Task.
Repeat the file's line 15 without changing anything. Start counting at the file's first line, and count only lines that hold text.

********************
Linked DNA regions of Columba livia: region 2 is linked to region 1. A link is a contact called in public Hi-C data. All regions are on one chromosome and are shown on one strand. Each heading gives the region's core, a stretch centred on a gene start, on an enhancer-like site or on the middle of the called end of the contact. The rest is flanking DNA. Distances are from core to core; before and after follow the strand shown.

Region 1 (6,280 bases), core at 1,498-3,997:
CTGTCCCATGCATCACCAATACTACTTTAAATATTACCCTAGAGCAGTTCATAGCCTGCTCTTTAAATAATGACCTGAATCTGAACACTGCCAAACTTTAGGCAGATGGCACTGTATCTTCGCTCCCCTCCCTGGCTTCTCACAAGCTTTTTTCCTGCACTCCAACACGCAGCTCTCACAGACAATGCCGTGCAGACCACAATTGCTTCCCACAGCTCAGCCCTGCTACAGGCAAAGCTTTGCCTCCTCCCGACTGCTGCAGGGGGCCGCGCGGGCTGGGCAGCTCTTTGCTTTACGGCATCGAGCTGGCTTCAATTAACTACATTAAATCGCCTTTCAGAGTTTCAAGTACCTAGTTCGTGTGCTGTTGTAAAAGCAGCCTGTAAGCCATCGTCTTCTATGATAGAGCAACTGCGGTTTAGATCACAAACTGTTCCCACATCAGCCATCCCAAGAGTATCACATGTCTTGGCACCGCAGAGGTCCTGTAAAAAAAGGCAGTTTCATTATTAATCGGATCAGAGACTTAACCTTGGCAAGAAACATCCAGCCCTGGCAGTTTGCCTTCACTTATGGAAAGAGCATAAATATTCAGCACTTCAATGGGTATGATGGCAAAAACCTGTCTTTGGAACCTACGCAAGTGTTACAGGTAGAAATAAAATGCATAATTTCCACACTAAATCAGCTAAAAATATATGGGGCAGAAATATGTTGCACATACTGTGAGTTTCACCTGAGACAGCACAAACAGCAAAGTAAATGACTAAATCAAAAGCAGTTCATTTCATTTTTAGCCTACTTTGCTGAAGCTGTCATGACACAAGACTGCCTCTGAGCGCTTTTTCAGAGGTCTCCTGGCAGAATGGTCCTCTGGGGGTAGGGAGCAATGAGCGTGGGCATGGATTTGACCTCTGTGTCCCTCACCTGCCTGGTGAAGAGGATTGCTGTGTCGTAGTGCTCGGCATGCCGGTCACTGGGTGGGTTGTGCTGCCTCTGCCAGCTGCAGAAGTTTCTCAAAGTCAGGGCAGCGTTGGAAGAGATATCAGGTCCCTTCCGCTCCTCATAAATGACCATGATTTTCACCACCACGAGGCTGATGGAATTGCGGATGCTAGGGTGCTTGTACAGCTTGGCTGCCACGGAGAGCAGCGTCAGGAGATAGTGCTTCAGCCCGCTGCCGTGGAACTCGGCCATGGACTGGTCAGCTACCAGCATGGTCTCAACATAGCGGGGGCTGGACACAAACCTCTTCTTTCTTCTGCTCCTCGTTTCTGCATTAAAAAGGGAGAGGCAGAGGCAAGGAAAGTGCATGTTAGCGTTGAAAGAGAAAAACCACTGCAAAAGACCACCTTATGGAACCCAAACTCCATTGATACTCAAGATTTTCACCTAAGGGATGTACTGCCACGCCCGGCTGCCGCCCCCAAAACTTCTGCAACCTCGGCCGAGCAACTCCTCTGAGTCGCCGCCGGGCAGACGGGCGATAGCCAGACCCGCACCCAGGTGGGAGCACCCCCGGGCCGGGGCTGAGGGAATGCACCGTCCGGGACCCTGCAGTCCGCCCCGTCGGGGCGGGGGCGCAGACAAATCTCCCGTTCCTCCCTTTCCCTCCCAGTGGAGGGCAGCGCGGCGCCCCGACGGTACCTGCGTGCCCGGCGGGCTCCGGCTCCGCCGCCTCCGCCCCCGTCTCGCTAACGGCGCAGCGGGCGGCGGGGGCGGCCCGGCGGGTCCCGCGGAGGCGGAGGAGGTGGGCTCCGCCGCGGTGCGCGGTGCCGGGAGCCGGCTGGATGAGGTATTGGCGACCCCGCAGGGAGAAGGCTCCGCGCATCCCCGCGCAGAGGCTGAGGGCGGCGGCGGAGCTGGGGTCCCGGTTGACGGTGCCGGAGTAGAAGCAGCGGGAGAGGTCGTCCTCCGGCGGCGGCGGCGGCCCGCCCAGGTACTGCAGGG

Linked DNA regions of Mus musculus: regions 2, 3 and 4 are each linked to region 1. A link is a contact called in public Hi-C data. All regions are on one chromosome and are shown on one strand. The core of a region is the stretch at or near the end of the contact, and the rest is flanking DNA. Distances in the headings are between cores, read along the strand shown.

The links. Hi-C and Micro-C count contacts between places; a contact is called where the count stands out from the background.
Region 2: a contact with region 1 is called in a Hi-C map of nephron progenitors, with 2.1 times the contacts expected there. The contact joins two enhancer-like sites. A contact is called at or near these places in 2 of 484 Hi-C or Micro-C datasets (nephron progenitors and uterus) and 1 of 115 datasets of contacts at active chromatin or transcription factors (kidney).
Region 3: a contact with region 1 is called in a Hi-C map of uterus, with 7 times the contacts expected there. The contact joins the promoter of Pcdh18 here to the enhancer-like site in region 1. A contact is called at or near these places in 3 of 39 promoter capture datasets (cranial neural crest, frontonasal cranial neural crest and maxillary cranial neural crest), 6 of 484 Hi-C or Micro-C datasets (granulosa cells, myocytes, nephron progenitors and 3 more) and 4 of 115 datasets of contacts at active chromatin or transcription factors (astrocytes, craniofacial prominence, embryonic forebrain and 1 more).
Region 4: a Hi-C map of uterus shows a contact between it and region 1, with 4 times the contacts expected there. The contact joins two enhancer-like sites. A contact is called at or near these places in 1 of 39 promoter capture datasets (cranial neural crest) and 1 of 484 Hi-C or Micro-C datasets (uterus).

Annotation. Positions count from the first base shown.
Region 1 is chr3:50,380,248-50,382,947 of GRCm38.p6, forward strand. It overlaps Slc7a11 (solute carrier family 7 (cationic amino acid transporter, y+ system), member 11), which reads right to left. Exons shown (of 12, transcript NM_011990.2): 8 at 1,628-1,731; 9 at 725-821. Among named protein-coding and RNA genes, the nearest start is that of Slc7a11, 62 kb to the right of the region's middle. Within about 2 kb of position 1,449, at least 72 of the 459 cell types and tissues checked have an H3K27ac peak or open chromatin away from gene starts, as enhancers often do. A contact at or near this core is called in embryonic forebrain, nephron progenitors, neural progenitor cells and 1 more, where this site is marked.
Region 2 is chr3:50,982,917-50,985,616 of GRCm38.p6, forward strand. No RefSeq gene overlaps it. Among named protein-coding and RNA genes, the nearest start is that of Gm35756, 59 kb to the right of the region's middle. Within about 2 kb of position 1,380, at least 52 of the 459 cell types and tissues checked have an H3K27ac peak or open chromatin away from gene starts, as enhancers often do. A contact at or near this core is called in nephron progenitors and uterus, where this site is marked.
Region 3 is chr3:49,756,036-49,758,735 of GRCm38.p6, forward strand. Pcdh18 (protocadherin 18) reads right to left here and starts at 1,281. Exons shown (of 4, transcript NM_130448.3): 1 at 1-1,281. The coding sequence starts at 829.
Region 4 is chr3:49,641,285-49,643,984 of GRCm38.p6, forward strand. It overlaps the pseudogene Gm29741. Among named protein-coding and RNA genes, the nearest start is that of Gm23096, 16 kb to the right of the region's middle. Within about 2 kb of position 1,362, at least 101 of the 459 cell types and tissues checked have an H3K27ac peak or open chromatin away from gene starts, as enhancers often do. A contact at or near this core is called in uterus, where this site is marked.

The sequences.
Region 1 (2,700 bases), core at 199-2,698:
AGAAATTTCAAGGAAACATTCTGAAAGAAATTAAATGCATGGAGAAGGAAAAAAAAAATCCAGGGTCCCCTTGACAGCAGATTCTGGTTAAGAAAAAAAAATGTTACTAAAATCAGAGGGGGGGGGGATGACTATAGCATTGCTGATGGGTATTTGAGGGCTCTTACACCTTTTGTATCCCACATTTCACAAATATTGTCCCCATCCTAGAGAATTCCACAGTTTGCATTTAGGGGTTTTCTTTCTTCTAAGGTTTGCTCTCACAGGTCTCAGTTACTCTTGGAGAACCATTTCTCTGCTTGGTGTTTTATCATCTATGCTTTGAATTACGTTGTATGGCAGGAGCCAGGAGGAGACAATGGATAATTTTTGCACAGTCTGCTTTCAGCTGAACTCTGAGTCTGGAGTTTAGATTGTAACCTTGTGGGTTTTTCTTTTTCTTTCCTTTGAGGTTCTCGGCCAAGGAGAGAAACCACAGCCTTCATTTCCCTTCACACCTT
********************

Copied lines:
Region 1 (2,700 bases), core at 199-2,698: